New York emcee billy woods and Philadelphia producer/poet/rapper Camae Ayewa, aka Moor Mother, crossed paths twice in the span of a month in 2020. On “Ramesses II,” a highlight on Armand Hammer’s incredible Shrines, Moor Mother’s voice made for a natural fit alongside those of woods and his partner-in-rhyme Elucid (as well as guest emcee Earl Sweatshirt), swirling imagery of Nina Simone and Star Wars inside of psychedelic, anti-imperialist visions. But it wasn’t until the next month’s “Furies” that woods and Ayewa seemed to suggest something more was incubating. Released as part of the ongoing Adult Swim Singles series, “Furies” found the duo connecting cosmic dream sequences and surrealist rhymes against a dreamy loop from Sons of Kemet, bridging the gap between the former’s hardcore abstractions and the latter’s industrial poetry so seamlessly, it prompted the question of why it didn’t happen sooner.
With delayed gratification comes plentiful reward, and five months after the arrival of “Furies” comes BRASS, the first full-length collaboration between the two prolific, style-shifting hip-hop iconoclasts. Following a handful of avant garde jazz records, a noise rock collab and a sound collage experiment, it’s the first record of Ayewa’s in a while that’s a proper rap record, but as is the case with either of these artists, it’s never quite that simple. These songs feel as much like hallucinations as statements of intent. Their beats dissolve and dissipate as often as they boom and bap. The hooks aren’t the focus, and the realm is murky, but every word here leaves a mark.
Where woods’ delivery is stoic and unblinking and Ayewa’s as musical as it is jagged, what they share in common is a stunning lyrical density. Some of the lines on BRASS will take a few listens to untangle (“Caravans criss-crossing dunes, and ants crawling on the face of the moon/And 599 Trelawny Maroons marooned in the snow and gloom“). Some of them are staggering on first listen (“Came to the show with the severed head of a demon/Screamin’ ‘y’all ain’t fuckin’ with me, I ain’t fuckin’ for free!‘”). And throughout, the duo offer snapshots of an America steeped in violence and oppression, delivered with a playfulness that never quite overshadows the real darkness at the heart of the record but still spruces them up with a bit of flash and flair.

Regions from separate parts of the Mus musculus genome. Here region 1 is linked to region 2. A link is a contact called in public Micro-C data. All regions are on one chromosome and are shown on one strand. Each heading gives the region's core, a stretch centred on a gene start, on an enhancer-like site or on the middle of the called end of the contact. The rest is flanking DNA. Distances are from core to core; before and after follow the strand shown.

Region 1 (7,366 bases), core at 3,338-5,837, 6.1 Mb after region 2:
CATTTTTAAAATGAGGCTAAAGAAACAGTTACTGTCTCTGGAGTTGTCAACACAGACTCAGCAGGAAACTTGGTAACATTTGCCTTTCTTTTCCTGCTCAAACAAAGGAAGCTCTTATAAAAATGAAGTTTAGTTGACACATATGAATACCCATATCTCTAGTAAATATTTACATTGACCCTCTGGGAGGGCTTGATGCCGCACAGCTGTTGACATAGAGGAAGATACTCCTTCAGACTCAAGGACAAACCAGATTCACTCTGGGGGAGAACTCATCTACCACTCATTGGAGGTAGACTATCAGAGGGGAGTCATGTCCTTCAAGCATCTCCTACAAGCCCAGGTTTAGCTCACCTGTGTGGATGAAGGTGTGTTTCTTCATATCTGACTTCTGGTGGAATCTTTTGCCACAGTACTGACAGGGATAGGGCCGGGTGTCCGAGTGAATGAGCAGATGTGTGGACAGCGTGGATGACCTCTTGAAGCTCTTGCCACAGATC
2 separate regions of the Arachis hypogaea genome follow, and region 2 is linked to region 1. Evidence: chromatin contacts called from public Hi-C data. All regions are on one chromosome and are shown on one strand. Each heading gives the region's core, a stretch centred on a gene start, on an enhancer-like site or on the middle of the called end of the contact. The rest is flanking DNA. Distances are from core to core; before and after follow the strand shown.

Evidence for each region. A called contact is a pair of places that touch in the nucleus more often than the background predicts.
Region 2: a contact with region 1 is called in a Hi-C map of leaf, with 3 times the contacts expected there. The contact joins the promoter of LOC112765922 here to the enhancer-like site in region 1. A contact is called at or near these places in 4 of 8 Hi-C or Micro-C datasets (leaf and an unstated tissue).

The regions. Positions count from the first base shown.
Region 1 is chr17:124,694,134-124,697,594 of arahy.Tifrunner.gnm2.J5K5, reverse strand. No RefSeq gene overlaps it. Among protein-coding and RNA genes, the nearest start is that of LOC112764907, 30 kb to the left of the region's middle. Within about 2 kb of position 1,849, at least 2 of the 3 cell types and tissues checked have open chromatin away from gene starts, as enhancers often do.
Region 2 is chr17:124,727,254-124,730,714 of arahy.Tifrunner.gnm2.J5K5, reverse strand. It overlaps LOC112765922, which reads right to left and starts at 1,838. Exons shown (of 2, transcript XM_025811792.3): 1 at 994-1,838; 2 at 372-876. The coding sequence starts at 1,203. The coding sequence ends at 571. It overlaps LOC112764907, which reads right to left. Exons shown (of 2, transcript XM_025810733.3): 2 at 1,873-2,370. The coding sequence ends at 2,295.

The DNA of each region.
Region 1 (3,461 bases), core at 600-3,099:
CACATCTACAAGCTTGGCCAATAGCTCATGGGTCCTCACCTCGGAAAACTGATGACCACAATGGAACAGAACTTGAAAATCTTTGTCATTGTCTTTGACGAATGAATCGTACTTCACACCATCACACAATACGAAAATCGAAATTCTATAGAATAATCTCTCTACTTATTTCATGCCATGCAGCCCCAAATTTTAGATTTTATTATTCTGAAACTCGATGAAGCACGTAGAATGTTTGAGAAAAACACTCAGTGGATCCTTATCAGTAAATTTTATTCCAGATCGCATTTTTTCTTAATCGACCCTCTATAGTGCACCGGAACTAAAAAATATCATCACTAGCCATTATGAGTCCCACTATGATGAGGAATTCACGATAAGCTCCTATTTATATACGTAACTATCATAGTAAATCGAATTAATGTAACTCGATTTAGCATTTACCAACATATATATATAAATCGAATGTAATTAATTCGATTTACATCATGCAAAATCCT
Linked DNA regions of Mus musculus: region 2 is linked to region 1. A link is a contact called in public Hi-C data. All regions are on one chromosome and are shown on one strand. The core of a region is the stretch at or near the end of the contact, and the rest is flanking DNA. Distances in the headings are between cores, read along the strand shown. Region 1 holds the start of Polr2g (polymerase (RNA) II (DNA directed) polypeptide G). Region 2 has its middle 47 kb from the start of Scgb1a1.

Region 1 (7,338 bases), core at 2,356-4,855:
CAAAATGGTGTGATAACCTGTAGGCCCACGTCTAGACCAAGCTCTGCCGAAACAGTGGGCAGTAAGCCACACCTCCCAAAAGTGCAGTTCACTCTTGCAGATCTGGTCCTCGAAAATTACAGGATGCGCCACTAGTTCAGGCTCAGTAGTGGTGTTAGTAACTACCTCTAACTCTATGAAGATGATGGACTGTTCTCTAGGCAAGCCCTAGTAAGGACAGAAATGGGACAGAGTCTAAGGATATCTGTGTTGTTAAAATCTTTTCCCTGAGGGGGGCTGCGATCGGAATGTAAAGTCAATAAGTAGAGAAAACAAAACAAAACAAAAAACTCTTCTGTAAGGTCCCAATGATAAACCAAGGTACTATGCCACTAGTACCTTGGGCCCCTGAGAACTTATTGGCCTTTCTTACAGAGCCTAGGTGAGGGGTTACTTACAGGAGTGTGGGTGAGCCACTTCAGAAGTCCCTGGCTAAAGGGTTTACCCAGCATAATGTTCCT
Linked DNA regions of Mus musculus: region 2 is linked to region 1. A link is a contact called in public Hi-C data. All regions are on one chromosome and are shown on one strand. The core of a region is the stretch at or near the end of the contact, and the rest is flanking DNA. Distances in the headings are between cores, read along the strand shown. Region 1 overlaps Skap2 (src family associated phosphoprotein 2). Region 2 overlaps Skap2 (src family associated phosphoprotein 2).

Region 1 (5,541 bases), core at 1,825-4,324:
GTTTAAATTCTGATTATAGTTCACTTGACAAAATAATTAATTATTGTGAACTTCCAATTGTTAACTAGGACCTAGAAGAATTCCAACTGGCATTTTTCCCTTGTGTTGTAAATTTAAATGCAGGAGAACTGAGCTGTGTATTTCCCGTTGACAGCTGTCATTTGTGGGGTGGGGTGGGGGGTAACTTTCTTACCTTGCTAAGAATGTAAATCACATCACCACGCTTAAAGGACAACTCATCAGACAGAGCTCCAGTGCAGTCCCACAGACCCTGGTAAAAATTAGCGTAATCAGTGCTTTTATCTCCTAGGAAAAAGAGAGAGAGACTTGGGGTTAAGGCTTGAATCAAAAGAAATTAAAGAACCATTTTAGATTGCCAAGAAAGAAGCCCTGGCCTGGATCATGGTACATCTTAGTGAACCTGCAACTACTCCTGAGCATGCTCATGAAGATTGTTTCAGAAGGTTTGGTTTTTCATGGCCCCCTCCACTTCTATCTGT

In sound, however, BRASS is among the most otherworldly creations to bear either billy woods or Moor Mother’s name, and that’s saying a lot. Though “Furies,” which opens the record, isn’t an entirely misleading introduction to the pair’s surrealist sound world, it has a lightness that’s nowhere to be heard on tracks like the grimy “Rock Cried” or the more cacophonous “Mom’s Gold,” the only track featuring production from Moor Mother herself. The closest thing to proper boom bap here is probably The Alchemist’s beat for “Giraffe Hunts,” but the ominous, crackling sample feels more like something you’d hear on a Caretaker record than a Freddie Gibbs album. BRASS, even at its most immediate, seems to touch the spectral and incorporeal.
After a year in which both woods and Ayewa made the most of their offstage time and delivered some of the most compelling material of their careers to date, BRASS reaffirms them both as compelling and necessary voices in hip-hop in 2021. That’s in large part because they often challenge what a rap record can be—there are moments here that genuinely slap without even so much as the presence of a snare drum. But more importantly they create music that doesn’t so much go for earworms as hauntings, crafting a work of gravitas in an anti-gravity atmosphere.
Jeff Terich is the founder and editor of Treble. He's been writing about music for 20 years and has been published at American Songwriter, Bandcamp Daily, Reverb, Spin, Stereogum, uDiscoverMusic, VinylMePlease and some others that he's forgetting right now. He's still not tired of it.